(Note: the online version of the review has the date September 9, 2021, and has the title “BOOKSHELF; ‘Survival of the City’ Review: Saving Our Urban Future.”)

The book under review is:

Glaeser, Edward L., and David Cutler. Survival of the City: Living and Thriving in an Age of Isolation. New York: Penguin Press, 2021.

Public Transit Subsidies Reduce Incentives to Innovate

(p. A4) The bipartisan infrastructure bill approved by the Senate this month is the latest effort to inject federal money into public transit agencies. But all that money likely won’t buy what transit really needs: more riders.

Unless ridership recovers from its pandemic-induced drop, agencies will again confront large budget deficits once the federal money runs out in three or four years, analysts say. That could mean service cuts and fare increases, according to transit agencies.

“As soon as the money stops flowing, transit agencies are going to be in the same position as they were before,” said Baruch Feigenbaum, a transportation policy expert at the libertarian-leaning Reason Foundation.

New York’s Metropolitan Transportation Authority, for instance, expects to use up its $14.5 billion allocation of federal aid by 2024, at which point it will face a $3.5 billion two-year shortfall.

. . .

Some experts say agencies’ financial struggles during the pandemic should prompt Congress to help fund agencies’ day-to-day costs.

. . .

Other analysts, however, say agencies need to find ways to adapt instead of living off federal subsidies.

“The problem with free money is it does not encourage innovation, and that’s really what transit agencies need to be encouraged to do right now,” said the Reason Foundation’s Mr. Feigenbaum. “It’s just postponing the reckoning.”

For the full story, see:

David Harrison. “Public Transit Is Flush With Cash, But Not Riders.” The Wall Street Journal (Monday, Aug. 23, 2021): A4.

(Note: ellipses added.)

(Note: the online version of the story has the date August 22, 2021, and has the title “Transit Got Billions in Relief From Congress but Still Faces Deficits.”)

Chinese Proletariat Yells: “Evergrande, Give Back My Money I Earned With Blood and Sweat!”

(p. B1) When the troubled Chinese property giant Evergrande was starved for cash earlier this year, it turned to its own employees with a strong-arm pitch: Those who wanted to keep their bonuses would have to give Evergrande a short-term loan.

Some workers tapped their friends and family for money to lend to the company. Others borrowed from the bank. Then, this month, Evergrande suddenly stopped paying back the loans, which had been packaged as high-interest investments.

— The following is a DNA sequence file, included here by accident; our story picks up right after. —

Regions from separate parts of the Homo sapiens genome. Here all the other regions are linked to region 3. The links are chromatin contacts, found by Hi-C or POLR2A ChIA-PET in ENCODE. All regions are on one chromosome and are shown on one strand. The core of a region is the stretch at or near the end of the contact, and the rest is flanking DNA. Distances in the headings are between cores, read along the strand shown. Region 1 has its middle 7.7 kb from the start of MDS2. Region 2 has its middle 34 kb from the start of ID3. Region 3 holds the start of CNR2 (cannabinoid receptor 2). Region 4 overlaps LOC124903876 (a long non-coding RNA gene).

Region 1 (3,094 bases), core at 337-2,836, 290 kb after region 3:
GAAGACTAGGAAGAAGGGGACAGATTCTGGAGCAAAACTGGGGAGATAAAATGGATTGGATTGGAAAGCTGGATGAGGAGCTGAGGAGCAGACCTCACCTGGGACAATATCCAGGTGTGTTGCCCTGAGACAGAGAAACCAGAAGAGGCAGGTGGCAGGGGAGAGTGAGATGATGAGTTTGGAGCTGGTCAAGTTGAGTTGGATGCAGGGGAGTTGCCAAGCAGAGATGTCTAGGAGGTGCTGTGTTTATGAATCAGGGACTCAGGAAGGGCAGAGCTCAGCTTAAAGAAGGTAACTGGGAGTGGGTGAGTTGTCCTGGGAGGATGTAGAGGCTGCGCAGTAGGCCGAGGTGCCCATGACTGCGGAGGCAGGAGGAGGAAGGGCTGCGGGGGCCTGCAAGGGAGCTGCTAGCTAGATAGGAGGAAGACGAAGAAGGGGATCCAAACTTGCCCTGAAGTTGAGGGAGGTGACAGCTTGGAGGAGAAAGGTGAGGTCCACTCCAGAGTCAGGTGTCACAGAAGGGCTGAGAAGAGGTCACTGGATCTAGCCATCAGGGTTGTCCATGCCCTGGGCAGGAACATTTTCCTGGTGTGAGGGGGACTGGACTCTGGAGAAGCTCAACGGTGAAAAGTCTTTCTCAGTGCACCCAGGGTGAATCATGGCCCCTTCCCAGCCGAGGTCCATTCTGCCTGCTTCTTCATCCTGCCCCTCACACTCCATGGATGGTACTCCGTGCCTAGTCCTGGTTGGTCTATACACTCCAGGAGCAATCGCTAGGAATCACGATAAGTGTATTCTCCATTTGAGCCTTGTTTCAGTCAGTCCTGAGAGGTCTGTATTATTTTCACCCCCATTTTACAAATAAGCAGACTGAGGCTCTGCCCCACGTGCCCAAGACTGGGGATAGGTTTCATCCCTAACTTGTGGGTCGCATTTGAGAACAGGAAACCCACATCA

Now, hundreds of employees have joined panicked home buyers in demanding their money back from Evergrande, gathering outside the company’s offices across China to protest last week.

Once China’s most prolific property developer, Evergrande has become the country’s most in-(p. B7)debted company. It owes money to lenders, suppliers and foreign investors. It owes unfinished apartments to home buyers and has racked up more than $300 billion in unpaid bills. Evergrande faces lawsuits from creditors and has seen its shares lose more than 80 percent of their value this year.

Regulators fear that the collapse of a company Evergrande’s size would send tremors through the entire Chinese financial system. Yet so far, Beijing has not stepped in with a bailout, having promised to teach debt-saddled corporate giants a lesson.

. . .

As rumors rippled through the Chinese internet that Evergrande might go bankrupt this month, Mr. Jin and some of his colleagues gathered in front of provincial government offices to pressure the authorities to step in.

In the southern city of Shenzhen, home buyers and employees crowded into the lobby of Evergrande’s headquarters last week and shouted for their money back. “Evergrande, give back my money I earned with blood and sweat!” some could be heard yelling in video footage.

For the full story, see:

Alexandra Stevenson and Cao Li. “Workers Had To Lend Cash To China Firm.” The New York Times (Saturday, September 20, 2021): B1 & B7.

(Note: ellipsis added.)

(Note: the online version of the story was updated Sept. 22, 2021, and has the title “Evergrande Gave Workers a Choice: Lend Us Cash or Lose Your Bonus.”)

Users of “Free” Public Housing Wi-Fi Do Not Know How to Keep It Online

(p. 30) After months of back and forth, NYC Mesh got the greenlight to put a hub on the 24-story public housing tower in Bed-Stuy, along with two other developments in the Bronx and Queens. Four other small providers, including Silicon Harlem, were selected to wire up 10 other NYCHA developments. As part of Phase One of the Internet Master Plan, to which the city will direct $157 million, NYC Mesh installed free public hot spots around the exterior grounds of the projects; the other companies must provide residents access to Wi-Fi in their apartments for no more than $20 a month.

. . .

But the people who use the free hot spots in public housing or the family shelter in Brownsville don’t know how to fix the equipment or where to request a repair or report an outage on Slack. Indeed, all but one of the hallway routers in the shelter have been out for the last couple of months, and a number of new ones at the Bed-Stuy tower keep going offline.

For the full story, see:

Bliss Broyard. “Meet the Warriors of Wi-Fi.” The New York Times, First Section (Sunday, July 18, 2021): 30.

(Note: ellipsis added.)

(Note: the online version of the story has the date July 16, 2021, and has the title “‘Welcome to the Mesh, Brother’: Guerrilla Wi-Fi Comes to New York.”)

As Chinese Marxists Limit Liberty, the Young Show “Silent Resistance” by “Lying Down”

(p. 4) Five years ago, Luo Huazhong discovered that he enjoyed doing nothing. He quit his job as a factory worker in China, biked 1,300 miles from Sichuan Province to Tibet and decided he could get by on odd jobs and $60 a month from his savings. He called his new lifestyle “lying flat.”

“I have been chilling,” Mr. Luo, 31, wrote in a blog post in April [2021], describing his way of life. “I don’t feel like there’s anything wrong.”